Each year at Christmas liturgies, active members of Catholic parishes unwittingly play the role of innkeeper. Rather than Jesus, Mary and Joseph, their potential guests are the many attendees in their midst who haven’t been to church in several months or perhaps even years.
Should the “regulars” convey indignation toward folks who take up precious pew space and shirk their Sunday obligation the rest of the year? Or, should they view the visitors’ presence as an opportunity to evangelize those who either have consciously left the church or simply drifted out of participating?
Father Ed Palumbos, for one, is decisively in the latter camp, calling evangelization at Christmas “a sacred responsibility.” He said he strives to ensure that people he refers to as “CEOs” (Christmas and Easter Only) are received warmly at the parishes where he is pastor — Fairport’s Church of the Assumption and Church of the Resurrection.
“This is an opportunity for us, not an occasion of judgment,” Father Palumbos stated, adding that during his Christmas homilies, “I explicitly welcome people and make sure they know we’re glad they’re there.”
The alternative from the pulpit, Father John Hayes observed, is to voice criticism. He recalled a Christmas liturgy many years ago during which the presider devoted his entire homily to chastising those who didn’t attend church regularly.
“It wasn’t the loving Jesus that I had come there to celebrate. I don’t think it worked. In fact, I know it didn’t work,” remarked Father Hayes, pastor of St. Martin de Porres Parish in Caledonia, Churchville and Scottsville.
Rather than embarrassing people, Father Hayes favors a gentler message in asking them back to church. “I try to keep it light, like, ‘OK, same time next week.’ I let them know they are always welcome, and I try to make (Christmas Mass) as positive an experience as possible,” he said.
Father Jim Fennessy, pastor of St. Francis and St. Clare Roman Catholic Community in Seneca Falls and Waterloo, employs a similar approach.
“I can’t make people come, but I invite. I don’t yell at them. People have their reasons (for not attending church), and I understand that. They come in at Christmas with misconceptions and misgivings,” Father Fennessy said. “If you can provide a beautiful setting, beautiful music and a great eucharistic liturgy, that’s a step in the right direction.”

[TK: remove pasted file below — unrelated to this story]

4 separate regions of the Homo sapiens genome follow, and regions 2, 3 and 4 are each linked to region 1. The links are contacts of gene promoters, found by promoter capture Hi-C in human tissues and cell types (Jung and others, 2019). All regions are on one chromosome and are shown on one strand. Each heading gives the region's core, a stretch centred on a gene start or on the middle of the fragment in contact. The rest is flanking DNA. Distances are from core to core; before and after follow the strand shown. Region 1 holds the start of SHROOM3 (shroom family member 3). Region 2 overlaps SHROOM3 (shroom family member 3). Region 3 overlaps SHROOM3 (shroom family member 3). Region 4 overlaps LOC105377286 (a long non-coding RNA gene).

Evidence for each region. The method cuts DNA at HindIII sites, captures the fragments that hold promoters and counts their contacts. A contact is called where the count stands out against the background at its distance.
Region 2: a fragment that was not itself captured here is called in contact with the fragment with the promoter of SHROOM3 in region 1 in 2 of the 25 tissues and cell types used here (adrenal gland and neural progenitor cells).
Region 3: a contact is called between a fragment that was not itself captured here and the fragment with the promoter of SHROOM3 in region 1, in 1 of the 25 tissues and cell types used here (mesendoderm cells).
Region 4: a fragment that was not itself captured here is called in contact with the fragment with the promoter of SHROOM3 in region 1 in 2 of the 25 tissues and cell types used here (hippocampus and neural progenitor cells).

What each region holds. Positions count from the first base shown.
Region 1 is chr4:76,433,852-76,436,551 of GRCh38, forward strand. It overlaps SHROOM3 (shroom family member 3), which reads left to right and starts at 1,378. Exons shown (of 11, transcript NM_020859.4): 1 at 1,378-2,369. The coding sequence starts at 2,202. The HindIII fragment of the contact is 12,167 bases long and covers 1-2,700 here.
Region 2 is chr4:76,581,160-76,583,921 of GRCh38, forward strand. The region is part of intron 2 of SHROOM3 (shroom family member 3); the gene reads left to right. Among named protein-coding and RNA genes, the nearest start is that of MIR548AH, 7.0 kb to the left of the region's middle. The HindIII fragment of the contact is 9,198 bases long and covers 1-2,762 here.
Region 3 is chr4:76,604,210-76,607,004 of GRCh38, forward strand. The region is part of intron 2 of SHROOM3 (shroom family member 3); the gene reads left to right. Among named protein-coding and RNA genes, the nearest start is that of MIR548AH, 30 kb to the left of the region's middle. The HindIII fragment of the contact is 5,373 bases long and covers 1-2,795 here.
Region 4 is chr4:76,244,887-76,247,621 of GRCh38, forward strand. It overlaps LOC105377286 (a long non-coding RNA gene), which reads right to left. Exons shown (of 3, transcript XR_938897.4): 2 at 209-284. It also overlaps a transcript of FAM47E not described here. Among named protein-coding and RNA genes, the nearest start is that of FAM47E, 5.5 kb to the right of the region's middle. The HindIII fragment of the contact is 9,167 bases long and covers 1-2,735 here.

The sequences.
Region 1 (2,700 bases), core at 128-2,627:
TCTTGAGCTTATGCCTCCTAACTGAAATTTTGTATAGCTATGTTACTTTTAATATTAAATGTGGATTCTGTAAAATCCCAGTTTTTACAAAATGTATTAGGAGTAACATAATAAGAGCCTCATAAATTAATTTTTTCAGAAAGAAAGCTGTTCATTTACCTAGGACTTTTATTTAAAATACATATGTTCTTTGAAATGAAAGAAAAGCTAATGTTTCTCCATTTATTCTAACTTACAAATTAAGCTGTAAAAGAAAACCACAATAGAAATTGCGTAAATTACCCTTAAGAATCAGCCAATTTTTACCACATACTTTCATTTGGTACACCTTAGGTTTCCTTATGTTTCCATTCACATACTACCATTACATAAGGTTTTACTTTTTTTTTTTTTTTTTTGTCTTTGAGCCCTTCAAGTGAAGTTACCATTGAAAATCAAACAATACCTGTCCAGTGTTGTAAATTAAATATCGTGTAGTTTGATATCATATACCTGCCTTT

Father Fennessy said he strives to instill a spirit of welcoming throughout the parish; for instance, he reminds his greeters to extend warm Christmas wishes toward all who walk through the church doors. Meanwhile, Father Palumbos said that in the weeks leading up to Christmas, he implores staff members and parishioners to exude “an environment of welcome, hospitality and appreciation” at holiday liturgies.
Father Palumbos noted that such efforts often pay off, saying his parishes typically get a wave of new and returning parishioners based on their positive experiences at Christmas Masses. When he asks why they liked the liturgies, “They say, ‘Because when we walked in the door someone greeted us, and when we got to the pew people let us in,’” he said.
At St. Matthew Parish in Livonia, the role of the laity is deemed so crucial that a “Room at the Inn” team has formed, preparing parishioners for Christmas visitors “with the hope of welcoming them as weekly members of our community,” according to a recent bulletin notice. The article went on to state that it’s vital for all to provide hospitality “if we want to make a positive impression … and have any hope of them returning.”
Then again, Father Hayes said, one must be willing to appear at church in the first place in order to gain an impression. Along those lines, he wrote an article a few years back that has run in local newspapers in the communities where he has served, encouraging people to find a church at Christmas if they aren’t already attending one. Father Hayes’ article likens the possibility of a Christmas spiritual conversion for such folks to the one experienced by Ebenezer Scrooge.